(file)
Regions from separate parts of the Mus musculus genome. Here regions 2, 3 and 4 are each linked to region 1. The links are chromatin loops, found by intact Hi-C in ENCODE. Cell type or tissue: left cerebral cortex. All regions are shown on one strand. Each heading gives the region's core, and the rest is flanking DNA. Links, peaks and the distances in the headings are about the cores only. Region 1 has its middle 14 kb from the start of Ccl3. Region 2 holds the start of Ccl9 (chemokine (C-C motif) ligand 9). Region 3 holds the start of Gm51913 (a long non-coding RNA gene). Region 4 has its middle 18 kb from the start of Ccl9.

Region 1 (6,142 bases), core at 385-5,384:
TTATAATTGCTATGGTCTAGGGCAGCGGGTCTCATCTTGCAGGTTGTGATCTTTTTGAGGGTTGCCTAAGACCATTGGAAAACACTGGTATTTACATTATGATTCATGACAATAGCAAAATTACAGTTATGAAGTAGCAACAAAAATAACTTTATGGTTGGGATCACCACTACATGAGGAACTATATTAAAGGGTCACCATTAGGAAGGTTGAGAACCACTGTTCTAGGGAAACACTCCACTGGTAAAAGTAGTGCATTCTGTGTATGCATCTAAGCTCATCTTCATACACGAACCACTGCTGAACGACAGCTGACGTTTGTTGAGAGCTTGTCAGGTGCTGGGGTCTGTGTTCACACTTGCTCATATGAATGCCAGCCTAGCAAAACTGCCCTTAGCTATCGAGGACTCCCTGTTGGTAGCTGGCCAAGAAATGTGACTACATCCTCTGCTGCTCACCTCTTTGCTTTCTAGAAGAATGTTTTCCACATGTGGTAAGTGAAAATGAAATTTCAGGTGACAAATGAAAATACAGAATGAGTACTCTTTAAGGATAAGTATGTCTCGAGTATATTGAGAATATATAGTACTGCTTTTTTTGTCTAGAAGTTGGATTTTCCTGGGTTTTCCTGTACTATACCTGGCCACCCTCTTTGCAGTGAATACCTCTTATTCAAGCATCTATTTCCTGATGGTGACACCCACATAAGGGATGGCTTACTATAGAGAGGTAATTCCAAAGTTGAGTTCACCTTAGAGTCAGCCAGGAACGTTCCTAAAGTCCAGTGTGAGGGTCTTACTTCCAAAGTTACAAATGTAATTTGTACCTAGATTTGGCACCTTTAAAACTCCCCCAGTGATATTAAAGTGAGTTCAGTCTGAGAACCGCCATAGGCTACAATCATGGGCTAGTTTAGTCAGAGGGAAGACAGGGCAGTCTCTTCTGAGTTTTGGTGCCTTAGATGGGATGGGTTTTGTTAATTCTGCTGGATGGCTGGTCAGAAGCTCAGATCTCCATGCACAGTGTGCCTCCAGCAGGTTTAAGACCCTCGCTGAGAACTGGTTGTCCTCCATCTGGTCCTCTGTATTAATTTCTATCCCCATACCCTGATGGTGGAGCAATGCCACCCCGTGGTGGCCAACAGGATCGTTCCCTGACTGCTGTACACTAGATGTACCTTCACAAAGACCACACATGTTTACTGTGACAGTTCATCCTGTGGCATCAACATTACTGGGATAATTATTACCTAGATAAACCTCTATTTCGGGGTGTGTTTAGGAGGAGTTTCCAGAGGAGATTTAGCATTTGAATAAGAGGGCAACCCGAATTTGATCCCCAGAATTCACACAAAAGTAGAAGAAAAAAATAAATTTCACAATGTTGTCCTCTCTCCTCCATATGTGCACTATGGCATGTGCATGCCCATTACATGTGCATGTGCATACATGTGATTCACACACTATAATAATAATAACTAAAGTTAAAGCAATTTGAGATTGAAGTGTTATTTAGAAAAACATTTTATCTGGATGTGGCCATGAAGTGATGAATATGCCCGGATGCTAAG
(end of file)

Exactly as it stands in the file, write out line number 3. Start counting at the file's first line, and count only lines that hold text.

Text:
TTATAATTGCTATGGTCTAGGGCAGCGGGTCTCATCTTGCAGGTTGTGATCTTTTTGAGGGTTGCCTAAGACCATTGGAAAACACTGGTATTTACATTATGATTCATGACAATAGCAAAATTACAGTTATGAAGTAGCAACAAAAATAACTTTATGGTTGGGATCACCACTACATGAGGAACTATATTAAAGGGTCACCATTAGGAAGGTTGAGAACCACTGTTCTAGGGAAACACTCCACTGGTAAAAGTAGTGCATTCTGTGTATGCATCTAAGCTCATCTTCATACACGAACCACTGCTGAACGACAGCTGACGTTTGTTGAGAGCTTGTCAGGTGCTGGGGTCTGTGTTCACACTTGCTCATATGAATGCCAGCCTAGCAAAACTGCCCTTAGCTATCGAGGACTCCCTGTTGGTAGCTGGCCAAGAAATGTGACTACATCCTCTGCTGCTCACCTCTTTGCTTTCTAGAAGAATGTTTTCCACATGTGGTAAGTGAAAATGAAATTTCAGGTGACAAATGAAAATACAGAATGAGTACTCTTTAAGGATAAGTATGTCTCGAGTATATTGAGAATATATAGTACTGCTTTTTTTGTCTAGAAGTTGGATTTTCCTGGGTTTTCCTGTACTATACCTGGCCACCCTCTTTGCAGTGAATACCTCTTATTCAAGCATCTATTTCCTGATGGTGACACCCACATAAGGGATGGCTTACTATAGAGAGGTAATTCCAAAGTTGAGTTCACCTTAGAGTCAGCCAGGAACGTTCCTAAAGTCCAGTGTGAGGGTCTTACTTCCAAAGTTACAAATGTAATTTGTACCTAGATTTGGCACCTTTAAAACTCCCCCAGTGATATTAAAGTGAGTTCAGTCTGAGAACCGCCATAGGCTACAATCATGGGCTAGTTTAGTCAGAGGGAAGACAGGGCAGTCTCTTCTGAGTTTTGGTGCCTTAGATGGGATGGGTTTTGTTAATTCTGCTGGATGGCTGGTCAGAAGCTCAGATCTCCATGCACAGTGTGCCTCCAGCAGGTTTAAGACCCTCGCTGAGAACTGGTTGTCCTCCATCTGGTCCTCTGTATTAATTTCTATCCCCATACCCTGATGGTGGAGCAATGCCACCCCGTGGTGGCCAACAGGATCGTTCCCTGACTGCTGTACACTAGATGTACCTTCACAAAGACCACACATGTTTACTGTGACAGTTCATCCTGTGGCATCAACATTACTGGGATAATTATTACCTAGATAAACCTCTATTTCGGGGTGTGTTTAGGAGGAGTTTCCAGAGGAGATTTAGCATTTGAATAAGAGGGCAACCCGAATTTGATCCCCAGAATTCACACAAAAGTAGAAGAAAAAAATAAATTTCACAATGTTGTCCTCTCTCCTCCATATGTGCACTATGGCATGTGCATGCCCATTACATGTGCATGTGCATACATGTGATTCACACACTATAATAATAATAACTAAAGTTAAAGCAATTTGAGATTGAAGTGTTATTTAGAAAAACATTTTATCTGGATGTGGCCATGAAGTGATGAATATGCCCGGATGCTAAG